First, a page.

Colleen Houck

“I took hold of that scourge -filled ship and crushed it between my limbs, hurtling it into the second sun, the red one that gave me strength. But I was too late." Terraformer

Colleen's blog

  • Falling for October

    October 31, 2016

    books on table in woods

    October is the month of apple festivals, family picnics, pumpkin carving, fireside cookouts, bountiful harvests, crisp days and bright fall colors. The summer evenings have gone to sleep while the air is growing wild with energy welcoming the October eves.
    When the pretty leaves carpet the ground and a chill is carried on the wind it’s time to dress in flannel and scarves and cozy socks. The apples and leaves, chimney smokes and pumpkin pies potpourri the air. The sun sets, the fire roars and hot soup, fresh bread and cider are laid on the dinner table. Now this, this is when autumn has settled in and I feel most alive!

    When you think of the fall season, it’s easy to get excited about the holidays, the decoration boxes coming out again, the smells of cinnamon, nutmeg and spice and all the delicious foods! Then you have the cozy blankets, when you curl up with a good book by the fire.

    There is such beauty at this time of year with the bright colors and fog reaching over the mountains. Just outside the window when I was living in Portland, Oregon there was a beautiful little stream at the base of tall pines and brightly colored trees. Here’s a picture (sorry its bad lighting),

    3 mos 015

    I now live in Tucson, Arizona at the moment and in October, this is what the landscape looks like,



    (My middle child, Lex insisted on being in the pics)

    It’s not hard to choose which one I’d prefer. I’m not saying the desert doesn’t have its own beauty, because it does, I’m just saying I really really really miss the beauty of the changing leaves (to name one).

    fall leaf

    It’s been said there’s no place more beautiful than New England in Autumn. I mean, just look at the pictures, could you argue?

    Autumn in New EnglandNew England trainbeauty of the earth


    If I could take a walk here, I’d get lost in its beauty with every step. How about you? Doesn’t it just provide great scope for the imagination? My walks wouldn’t be walks, they’d be, as Henry Thorough puts it, “sauntering”. His exact words were, “I have met with but one or two persons in the course of my life who understood the art of Walking, that is, of taking walks- who had a genius, so to speak, for sauntering.”

     He has described going for walks in more detail in his essay entitled, Walking. Here’s a quote from the essay,

    “But the walking of which I speak has nothing in it akin to taking exercise, as it is called, as the sick take medicine at stated hours—as the Swinging of dumb- bells or chairs; but is itself the enterprise and adventure of the day. If you would get exercise, go in search of the springs of life. Think of a man’s swinging dumbbells for his health, when those springs are bubbling up in far-off pastures unsought by him!”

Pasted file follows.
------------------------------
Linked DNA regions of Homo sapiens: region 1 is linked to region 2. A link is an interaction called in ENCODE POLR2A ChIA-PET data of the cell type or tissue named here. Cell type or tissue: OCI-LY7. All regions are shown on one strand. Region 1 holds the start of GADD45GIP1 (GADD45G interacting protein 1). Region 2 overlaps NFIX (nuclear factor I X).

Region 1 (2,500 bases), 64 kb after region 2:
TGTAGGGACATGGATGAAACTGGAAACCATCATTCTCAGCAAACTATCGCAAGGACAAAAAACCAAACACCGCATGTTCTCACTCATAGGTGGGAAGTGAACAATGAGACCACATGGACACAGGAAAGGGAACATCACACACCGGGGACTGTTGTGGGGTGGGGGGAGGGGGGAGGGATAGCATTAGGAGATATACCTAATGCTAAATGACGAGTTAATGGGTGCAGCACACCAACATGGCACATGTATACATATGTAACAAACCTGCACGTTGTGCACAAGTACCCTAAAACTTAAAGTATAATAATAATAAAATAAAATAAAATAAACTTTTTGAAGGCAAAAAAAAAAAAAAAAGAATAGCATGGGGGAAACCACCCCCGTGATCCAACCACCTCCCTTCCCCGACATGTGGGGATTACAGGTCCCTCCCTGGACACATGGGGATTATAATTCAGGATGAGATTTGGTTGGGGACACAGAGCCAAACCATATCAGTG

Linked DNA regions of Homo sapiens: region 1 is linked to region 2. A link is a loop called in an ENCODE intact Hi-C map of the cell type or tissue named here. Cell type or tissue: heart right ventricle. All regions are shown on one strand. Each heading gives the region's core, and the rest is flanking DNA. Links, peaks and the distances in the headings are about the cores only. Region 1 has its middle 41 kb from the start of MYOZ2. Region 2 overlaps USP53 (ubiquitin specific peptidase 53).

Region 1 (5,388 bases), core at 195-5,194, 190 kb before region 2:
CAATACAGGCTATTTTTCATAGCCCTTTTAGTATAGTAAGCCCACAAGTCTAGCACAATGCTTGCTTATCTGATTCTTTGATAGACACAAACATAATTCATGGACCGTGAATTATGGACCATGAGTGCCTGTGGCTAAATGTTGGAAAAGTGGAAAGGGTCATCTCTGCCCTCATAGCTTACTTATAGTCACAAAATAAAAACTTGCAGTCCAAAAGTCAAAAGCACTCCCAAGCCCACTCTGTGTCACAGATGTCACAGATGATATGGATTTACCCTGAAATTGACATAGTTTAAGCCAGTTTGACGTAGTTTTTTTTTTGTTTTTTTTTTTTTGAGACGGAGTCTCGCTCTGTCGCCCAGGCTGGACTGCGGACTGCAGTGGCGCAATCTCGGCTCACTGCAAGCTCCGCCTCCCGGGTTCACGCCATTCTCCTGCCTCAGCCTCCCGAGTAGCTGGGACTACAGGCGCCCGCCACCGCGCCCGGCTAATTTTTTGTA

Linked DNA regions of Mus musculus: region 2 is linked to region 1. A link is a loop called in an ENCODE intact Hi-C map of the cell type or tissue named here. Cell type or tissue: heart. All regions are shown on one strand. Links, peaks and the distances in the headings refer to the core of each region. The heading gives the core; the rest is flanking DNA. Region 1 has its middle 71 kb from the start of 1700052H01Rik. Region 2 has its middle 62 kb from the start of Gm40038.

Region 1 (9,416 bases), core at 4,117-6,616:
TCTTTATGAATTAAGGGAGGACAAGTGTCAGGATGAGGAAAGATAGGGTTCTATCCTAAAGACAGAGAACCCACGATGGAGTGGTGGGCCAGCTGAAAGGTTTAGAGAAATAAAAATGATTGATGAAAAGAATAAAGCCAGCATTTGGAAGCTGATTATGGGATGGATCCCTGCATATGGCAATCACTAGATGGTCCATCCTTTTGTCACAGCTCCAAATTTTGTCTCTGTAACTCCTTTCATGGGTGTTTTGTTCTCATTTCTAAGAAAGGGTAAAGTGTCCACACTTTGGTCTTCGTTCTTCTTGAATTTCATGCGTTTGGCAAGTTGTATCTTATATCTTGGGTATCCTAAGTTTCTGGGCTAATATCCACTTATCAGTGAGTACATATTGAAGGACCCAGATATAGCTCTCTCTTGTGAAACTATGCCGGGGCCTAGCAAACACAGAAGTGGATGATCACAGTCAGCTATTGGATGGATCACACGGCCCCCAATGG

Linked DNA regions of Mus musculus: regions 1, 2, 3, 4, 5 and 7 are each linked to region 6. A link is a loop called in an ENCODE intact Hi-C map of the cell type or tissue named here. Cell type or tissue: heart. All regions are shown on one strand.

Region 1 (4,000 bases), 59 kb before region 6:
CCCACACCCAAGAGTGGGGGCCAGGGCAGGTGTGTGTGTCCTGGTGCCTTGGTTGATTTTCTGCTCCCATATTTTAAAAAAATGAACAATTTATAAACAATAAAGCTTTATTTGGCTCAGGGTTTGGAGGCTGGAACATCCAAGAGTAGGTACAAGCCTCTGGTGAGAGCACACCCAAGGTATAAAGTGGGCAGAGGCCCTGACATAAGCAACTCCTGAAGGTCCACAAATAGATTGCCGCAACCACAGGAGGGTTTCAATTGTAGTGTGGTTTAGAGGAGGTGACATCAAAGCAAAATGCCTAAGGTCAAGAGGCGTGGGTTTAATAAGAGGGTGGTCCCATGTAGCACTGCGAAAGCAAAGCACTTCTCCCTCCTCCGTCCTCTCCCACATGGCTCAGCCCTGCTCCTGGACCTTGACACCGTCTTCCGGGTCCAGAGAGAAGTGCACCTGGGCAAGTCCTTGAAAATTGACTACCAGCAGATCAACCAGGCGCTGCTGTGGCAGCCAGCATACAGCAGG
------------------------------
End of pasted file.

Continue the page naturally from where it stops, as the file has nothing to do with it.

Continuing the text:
For those of you who might not know who Henry Thoreau is, here’s a quick introduction.


    Henry David Thoreau lived from 1817-1862, born and raised in Concord, MA. He was an American poet and author, a philosopher, a surveyor and a historian. He’s famous for several essays and a book entitled “Walden”. He lived simply and loved nature. In his essay entitled, October, or Autumnal Tints, he gives an achingly beautiful fall scene. He writes as though the reader was his walking companion at that very moment, and allows the reader to feel as though they were with him. He goes beyond gorgeous descriptions to making statements about perception itself, not as an abstract subject, but as an ever present, concrete example. He writes in a way that teaches the reader how to see as opposed to what to see. It’s a how to perceive manual so to speak.

    Let me show you. Here are some excerpts of his essay,

    October, or Autumnal Tints

    “October is the month of painted leaves. Their rich glow now flashes round the world. As fruits and leaves and the day itself acquire a bright tint just before they fall, so the year nears its setting. October is its sunset sky; November the later twilight…

    The Red Maple

     By the twenty-fifth of September, the Red Maples generally are beginning to be ripe. Some large ones have been conspicuously changing for a week, and some single trees are now very brilliant. I notice a small one, half a mile off across a meadow, against the green wood-side there, a far brighter red than the blossoms of any tree in summer, and more conspicuous. I have observed this tree for several autumns invariably changing earlier than its fellows, just as one tree ripens its fruit earlier than another. It might serve to mark the season, perhaps. I should be sorry, if it were cut down. I know of two or three such trees in different parts of our town, which might, perhaps, be propagated from, as early ripeners or September trees, and their seed be advertised in the market, as well as that of radishes, if we cared as much about them.